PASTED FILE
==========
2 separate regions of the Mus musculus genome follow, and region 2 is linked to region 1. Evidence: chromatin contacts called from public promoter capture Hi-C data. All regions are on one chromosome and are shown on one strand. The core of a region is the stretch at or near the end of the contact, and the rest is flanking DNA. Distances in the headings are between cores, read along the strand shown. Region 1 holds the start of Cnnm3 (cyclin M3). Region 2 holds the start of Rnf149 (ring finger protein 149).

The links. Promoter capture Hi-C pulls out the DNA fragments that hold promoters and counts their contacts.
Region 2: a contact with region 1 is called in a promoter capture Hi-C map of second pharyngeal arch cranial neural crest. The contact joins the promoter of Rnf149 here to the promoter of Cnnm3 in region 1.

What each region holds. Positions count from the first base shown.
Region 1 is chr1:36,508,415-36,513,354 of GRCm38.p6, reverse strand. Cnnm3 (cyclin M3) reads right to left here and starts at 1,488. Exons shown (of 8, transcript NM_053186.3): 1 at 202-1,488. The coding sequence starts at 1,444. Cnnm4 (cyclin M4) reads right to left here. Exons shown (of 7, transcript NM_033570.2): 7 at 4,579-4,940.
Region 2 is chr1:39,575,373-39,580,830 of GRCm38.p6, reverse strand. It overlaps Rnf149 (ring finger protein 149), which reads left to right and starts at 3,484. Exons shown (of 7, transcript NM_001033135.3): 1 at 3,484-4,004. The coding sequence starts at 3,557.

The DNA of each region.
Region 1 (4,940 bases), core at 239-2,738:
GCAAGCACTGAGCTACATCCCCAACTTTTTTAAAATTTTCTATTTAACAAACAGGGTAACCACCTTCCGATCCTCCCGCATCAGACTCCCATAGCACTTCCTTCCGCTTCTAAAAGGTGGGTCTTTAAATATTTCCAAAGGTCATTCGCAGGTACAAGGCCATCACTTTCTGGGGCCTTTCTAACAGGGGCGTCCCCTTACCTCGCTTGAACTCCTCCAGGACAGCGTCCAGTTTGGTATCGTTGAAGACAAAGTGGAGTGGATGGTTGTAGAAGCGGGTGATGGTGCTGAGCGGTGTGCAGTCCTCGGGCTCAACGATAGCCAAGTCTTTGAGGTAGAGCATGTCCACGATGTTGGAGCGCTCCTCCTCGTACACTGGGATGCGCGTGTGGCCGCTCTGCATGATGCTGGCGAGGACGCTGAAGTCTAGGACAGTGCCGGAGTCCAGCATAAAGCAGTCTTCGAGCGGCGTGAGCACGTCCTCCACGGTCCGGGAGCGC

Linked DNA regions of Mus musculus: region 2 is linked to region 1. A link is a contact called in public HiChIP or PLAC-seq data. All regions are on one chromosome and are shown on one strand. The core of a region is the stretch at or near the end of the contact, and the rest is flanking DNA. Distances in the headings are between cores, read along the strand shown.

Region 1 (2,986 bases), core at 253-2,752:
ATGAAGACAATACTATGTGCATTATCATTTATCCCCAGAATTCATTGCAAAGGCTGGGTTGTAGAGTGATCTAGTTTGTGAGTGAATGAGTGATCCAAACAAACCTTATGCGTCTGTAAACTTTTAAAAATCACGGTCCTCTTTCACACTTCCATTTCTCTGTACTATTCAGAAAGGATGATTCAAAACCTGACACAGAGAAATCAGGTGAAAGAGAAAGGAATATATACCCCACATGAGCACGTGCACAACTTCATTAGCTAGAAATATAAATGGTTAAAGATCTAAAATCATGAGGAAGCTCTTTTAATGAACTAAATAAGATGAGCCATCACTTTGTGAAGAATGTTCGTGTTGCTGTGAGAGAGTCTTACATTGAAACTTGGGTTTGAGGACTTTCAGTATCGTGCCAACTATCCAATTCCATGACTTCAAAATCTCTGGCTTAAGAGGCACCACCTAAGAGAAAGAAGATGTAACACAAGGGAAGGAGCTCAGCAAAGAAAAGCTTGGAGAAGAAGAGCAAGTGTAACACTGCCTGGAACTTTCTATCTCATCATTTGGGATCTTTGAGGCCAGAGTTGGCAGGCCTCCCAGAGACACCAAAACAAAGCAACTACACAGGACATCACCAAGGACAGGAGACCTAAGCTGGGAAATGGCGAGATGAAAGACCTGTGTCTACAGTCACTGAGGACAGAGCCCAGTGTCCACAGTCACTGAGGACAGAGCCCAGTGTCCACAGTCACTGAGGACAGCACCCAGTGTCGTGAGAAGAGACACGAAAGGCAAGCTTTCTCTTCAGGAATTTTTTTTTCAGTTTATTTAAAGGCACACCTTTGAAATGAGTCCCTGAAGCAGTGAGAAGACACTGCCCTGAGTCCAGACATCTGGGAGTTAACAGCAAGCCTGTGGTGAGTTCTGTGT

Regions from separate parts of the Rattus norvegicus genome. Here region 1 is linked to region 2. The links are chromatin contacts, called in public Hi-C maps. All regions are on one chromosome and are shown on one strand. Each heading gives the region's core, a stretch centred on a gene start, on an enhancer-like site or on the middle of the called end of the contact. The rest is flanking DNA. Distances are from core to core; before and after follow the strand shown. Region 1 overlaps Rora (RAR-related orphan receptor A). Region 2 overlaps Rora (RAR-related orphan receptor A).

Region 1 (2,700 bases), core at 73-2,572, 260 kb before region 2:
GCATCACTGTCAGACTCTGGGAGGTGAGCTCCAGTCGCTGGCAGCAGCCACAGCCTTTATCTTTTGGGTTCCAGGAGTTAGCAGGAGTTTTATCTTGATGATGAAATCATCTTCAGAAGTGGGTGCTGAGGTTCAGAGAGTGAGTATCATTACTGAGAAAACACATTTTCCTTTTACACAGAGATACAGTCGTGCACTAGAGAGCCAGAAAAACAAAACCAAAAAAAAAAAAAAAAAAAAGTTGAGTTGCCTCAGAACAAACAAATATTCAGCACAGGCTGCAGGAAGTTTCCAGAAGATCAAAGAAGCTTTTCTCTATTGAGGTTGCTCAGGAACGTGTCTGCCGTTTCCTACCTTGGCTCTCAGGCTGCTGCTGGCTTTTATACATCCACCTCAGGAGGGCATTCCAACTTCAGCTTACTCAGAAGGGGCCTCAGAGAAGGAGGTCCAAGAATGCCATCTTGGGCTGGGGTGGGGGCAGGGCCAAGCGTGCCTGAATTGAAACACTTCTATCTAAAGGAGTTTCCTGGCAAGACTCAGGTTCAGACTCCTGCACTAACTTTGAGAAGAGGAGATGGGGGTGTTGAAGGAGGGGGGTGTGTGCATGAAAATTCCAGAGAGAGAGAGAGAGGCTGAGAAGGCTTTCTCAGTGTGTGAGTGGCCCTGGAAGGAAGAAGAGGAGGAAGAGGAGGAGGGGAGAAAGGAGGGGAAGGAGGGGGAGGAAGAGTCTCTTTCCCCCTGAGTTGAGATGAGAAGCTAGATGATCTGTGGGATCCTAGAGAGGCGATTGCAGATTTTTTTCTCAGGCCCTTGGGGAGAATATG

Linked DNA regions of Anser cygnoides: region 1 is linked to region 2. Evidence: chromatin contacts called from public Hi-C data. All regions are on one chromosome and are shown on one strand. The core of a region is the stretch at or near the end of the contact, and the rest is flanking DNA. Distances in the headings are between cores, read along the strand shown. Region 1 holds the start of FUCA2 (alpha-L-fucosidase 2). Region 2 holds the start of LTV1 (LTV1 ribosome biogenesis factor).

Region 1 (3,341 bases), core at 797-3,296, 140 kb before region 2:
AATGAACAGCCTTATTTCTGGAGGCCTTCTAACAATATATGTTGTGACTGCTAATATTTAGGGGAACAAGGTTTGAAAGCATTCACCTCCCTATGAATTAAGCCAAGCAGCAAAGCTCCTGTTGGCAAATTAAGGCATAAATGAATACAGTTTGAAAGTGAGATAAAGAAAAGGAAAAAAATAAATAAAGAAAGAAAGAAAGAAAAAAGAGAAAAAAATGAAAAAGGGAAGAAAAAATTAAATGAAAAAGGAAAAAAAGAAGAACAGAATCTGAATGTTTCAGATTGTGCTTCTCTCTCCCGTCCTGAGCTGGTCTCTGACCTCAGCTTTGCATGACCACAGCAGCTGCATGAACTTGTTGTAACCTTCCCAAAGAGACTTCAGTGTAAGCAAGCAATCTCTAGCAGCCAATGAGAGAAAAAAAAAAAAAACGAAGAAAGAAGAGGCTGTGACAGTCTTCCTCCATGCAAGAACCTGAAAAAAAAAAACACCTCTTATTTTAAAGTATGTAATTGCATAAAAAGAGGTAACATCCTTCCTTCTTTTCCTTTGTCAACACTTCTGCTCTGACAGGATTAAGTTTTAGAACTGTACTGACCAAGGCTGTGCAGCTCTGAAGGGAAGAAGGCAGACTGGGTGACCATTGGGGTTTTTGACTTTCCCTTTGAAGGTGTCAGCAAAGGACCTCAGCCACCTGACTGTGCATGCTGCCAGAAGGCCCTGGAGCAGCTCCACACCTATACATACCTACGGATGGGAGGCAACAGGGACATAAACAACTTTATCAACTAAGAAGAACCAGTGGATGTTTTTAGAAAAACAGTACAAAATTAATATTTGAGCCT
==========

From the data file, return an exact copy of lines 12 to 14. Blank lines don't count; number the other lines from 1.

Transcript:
ATGAAGACAATACTATGTGCATTATCATTTATCCCCAGAATTCATTGCAAAGGCTGGGTTGTAGAGTGATCTAGTTTGTGAGTGAATGAGTGATCCAAACAAACCTTATGCGTCTGTAAACTTTTAAAAATCACGGTCCTCTTTCACACTTCCATTTCTCTGTACTATTCAGAAAGGATGATTCAAAACCTGACACAGAGAAATCAGGTGAAAGAGAAAGGAATATATACCCCACATGAGCACGTGCACAACTTCATTAGCTAGAAATATAAATGGTTAAAGATCTAAAATCATGAGGAAGCTCTTTTAATGAACTAAATAAGATGAGCCATCACTTTGTGAAGAATGTTCGTGTTGCTGTGAGAGAGTCTTACATTGAAACTTGGGTTTGAGGACTTTCAGTATCGTGCCAACTATCCAATTCCATGACTTCAAAATCTCTGGCTTAAGAGGCACCACCTAAGAGAAAGAAGATGTAACACAAGGGAAGGAGCTCAGCAAAGAAAAGCTTGGAGAAGAAGAGCAAGTGTAACACTGCCTGGAACTTTCTATCTCATCATTTGGGATCTTTGAGGCCAGAGTTGGCAGGCCTCCCAGAGACACCAAAACAAAGCAACTACACAGGACATCACCAAGGACAGGAGACCTAAGCTGGGAAATGGCGAGATGAAAGACCTGTGTCTACAGTCACTGAGGACAGAGCCCAGTGTCCACAGTCACTGAGGACAGAGCCCAGTGTCCACAGTCACTGAGGACAGCACCCAGTGTCGTGAGAAGAGACACGAAAGGCAAGCTTTCTCTTCAGGAATTTTTTTTTCAGTTTATTTAAAGGCACACCTTTGAAATGAGTCCCTGAAGCAGTGAGAAGACACTGCCCTGAGTCCAGACATCTGGGAGTTAACAGCAAGCCTGTGGTGAGTTCTGTGT

Regions from separate parts of the Rattus norvegicus genome. Here region 1 is linked to region 2. The links are chromatin contacts, called in public Hi-C maps. All regions are on one chromosome and are shown on one strand. Each heading gives the region's core, a stretch centred on a gene start, on an enhancer-like site or on the middle of the called end of the contact. The rest is flanking DNA. Distances are from core to core; before and after follow the strand shown. Region 1 overlaps Rora (RAR-related orphan receptor A). Region 2 overlaps Rora (RAR-related orphan receptor A).

Region 1 (2,700 bases), core at 73-2,572, 260 kb before region 2: